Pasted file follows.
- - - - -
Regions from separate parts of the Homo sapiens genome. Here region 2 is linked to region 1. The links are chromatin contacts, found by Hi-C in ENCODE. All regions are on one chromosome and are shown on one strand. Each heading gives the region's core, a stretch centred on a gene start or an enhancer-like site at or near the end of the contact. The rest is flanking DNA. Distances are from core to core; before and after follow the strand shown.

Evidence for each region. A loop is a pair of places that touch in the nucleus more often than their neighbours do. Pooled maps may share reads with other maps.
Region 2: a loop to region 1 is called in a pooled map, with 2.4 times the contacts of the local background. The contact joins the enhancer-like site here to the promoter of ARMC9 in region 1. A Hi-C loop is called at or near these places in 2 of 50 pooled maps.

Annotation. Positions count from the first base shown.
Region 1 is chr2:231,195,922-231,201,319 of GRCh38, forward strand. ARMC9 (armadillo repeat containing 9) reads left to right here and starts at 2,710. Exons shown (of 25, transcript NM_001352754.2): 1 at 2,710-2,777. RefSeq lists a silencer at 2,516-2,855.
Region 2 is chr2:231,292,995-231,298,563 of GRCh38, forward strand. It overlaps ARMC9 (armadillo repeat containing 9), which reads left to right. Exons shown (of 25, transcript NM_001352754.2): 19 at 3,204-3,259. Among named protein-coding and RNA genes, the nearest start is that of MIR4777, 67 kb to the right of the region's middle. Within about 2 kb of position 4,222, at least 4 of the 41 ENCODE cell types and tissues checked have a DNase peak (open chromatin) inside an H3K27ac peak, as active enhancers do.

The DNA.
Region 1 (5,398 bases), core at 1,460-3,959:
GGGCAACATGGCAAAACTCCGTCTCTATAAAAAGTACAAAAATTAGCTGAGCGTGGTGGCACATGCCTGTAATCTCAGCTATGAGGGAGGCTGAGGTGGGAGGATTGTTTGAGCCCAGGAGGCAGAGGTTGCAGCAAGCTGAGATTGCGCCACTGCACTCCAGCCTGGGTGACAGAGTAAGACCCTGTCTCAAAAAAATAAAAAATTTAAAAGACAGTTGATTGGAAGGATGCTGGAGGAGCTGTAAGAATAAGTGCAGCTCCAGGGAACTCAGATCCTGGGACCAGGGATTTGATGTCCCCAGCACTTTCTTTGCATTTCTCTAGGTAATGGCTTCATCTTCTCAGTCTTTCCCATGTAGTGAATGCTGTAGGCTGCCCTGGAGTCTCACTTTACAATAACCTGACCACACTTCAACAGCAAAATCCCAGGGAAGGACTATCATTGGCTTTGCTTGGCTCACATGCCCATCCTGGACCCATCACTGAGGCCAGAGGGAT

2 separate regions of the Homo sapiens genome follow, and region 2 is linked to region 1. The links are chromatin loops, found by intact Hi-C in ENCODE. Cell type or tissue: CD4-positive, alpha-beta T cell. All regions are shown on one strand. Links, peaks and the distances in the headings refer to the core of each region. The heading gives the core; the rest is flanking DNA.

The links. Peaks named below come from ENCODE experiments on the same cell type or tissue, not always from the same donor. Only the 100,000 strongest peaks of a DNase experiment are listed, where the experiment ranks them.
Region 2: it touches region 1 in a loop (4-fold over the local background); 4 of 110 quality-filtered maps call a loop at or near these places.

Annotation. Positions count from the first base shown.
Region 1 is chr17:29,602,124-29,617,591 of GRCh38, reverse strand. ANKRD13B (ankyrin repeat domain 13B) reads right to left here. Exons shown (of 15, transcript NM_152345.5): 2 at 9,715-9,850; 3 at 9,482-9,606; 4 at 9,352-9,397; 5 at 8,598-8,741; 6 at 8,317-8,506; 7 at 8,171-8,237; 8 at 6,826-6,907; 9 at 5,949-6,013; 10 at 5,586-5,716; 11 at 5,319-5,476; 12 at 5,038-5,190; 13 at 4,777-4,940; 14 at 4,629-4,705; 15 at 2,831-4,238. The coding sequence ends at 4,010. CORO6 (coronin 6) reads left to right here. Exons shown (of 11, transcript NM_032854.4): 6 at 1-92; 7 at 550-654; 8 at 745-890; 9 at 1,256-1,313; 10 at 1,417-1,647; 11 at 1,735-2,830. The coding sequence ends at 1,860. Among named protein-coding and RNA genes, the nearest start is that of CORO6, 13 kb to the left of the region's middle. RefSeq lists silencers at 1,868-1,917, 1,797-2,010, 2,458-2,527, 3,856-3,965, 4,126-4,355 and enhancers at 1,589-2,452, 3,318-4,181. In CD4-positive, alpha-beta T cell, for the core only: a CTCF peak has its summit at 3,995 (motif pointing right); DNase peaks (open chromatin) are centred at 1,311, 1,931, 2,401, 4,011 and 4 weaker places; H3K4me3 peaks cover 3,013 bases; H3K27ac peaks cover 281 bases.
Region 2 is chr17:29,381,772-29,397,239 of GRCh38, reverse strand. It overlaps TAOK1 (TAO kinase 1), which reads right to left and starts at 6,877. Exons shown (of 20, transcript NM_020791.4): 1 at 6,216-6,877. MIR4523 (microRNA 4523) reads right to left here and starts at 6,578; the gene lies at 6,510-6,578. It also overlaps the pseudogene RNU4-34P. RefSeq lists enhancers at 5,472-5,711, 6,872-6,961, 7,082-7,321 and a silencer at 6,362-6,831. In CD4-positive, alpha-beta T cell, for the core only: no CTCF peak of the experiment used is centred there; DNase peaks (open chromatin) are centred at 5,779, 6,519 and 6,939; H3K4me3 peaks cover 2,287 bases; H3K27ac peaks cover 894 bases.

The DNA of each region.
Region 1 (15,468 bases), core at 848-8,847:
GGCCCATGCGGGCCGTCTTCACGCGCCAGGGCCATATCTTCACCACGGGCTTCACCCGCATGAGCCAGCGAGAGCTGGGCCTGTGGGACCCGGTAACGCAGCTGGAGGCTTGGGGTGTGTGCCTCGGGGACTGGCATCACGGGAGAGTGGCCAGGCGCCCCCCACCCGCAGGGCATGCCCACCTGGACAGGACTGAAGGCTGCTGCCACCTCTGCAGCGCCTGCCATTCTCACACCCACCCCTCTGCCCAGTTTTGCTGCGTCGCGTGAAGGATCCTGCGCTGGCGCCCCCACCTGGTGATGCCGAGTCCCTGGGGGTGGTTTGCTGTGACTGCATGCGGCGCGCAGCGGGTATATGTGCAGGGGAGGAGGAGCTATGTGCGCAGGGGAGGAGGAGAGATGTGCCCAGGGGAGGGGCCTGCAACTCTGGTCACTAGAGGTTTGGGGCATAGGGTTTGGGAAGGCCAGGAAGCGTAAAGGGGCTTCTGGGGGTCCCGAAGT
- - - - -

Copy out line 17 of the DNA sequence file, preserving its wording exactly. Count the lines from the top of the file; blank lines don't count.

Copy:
Region 1 (15,468 bases), core at 848-8,847: